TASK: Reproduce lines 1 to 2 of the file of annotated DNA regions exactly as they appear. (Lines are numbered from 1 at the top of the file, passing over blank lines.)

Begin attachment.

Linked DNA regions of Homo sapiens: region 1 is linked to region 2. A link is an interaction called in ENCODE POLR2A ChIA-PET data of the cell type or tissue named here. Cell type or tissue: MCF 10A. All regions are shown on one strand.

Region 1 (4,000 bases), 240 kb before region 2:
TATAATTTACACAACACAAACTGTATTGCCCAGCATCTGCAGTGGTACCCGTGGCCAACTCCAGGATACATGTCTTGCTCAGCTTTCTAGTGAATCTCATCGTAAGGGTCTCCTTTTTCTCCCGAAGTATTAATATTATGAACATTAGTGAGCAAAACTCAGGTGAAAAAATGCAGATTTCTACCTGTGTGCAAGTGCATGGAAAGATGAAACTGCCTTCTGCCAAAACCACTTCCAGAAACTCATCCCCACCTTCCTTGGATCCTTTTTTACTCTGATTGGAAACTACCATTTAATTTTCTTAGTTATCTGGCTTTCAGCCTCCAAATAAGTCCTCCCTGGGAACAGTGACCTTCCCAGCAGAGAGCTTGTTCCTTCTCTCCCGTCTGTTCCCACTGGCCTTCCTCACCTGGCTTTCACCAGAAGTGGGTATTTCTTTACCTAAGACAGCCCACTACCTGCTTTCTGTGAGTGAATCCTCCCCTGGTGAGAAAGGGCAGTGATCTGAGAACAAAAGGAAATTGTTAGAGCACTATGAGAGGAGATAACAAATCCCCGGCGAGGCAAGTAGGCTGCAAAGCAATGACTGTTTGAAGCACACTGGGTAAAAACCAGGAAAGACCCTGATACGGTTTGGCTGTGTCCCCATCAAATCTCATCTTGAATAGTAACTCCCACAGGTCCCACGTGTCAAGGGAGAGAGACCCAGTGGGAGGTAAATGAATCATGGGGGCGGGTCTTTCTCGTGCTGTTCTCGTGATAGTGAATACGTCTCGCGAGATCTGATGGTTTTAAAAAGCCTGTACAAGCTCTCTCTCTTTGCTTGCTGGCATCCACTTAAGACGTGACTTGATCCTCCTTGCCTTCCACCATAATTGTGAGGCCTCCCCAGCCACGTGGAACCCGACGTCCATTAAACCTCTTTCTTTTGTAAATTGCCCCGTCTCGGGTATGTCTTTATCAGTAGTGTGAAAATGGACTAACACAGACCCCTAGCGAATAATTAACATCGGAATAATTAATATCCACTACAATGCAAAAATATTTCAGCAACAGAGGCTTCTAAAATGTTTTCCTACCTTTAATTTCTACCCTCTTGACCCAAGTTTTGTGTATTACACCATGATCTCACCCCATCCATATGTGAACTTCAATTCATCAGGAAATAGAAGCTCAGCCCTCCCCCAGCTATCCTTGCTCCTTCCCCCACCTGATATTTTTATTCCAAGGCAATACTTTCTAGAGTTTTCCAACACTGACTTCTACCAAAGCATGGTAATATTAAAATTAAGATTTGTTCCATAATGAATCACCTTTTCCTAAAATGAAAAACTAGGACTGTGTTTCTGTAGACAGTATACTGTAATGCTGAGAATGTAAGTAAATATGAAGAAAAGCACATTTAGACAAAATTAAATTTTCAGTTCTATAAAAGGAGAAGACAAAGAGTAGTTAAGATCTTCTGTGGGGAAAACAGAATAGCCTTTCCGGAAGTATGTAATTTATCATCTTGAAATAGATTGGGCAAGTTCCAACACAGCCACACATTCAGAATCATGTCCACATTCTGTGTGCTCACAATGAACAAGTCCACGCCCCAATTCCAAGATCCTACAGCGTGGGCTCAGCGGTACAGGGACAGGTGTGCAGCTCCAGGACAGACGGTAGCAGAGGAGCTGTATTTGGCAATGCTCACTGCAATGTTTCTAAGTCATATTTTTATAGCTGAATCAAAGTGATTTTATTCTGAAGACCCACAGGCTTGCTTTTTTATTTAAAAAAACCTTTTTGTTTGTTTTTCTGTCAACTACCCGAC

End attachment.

Linked DNA regions of Homo sapiens: region 1 is linked to region 2. A link is an interaction called in ENCODE POLR2A ChIA-PET data of the cell type or tissue named here. Cell type or tissue: MCF 10A. All regions are shown on one strand.

Region 1 (4,000 bases), 240 kb before region 2: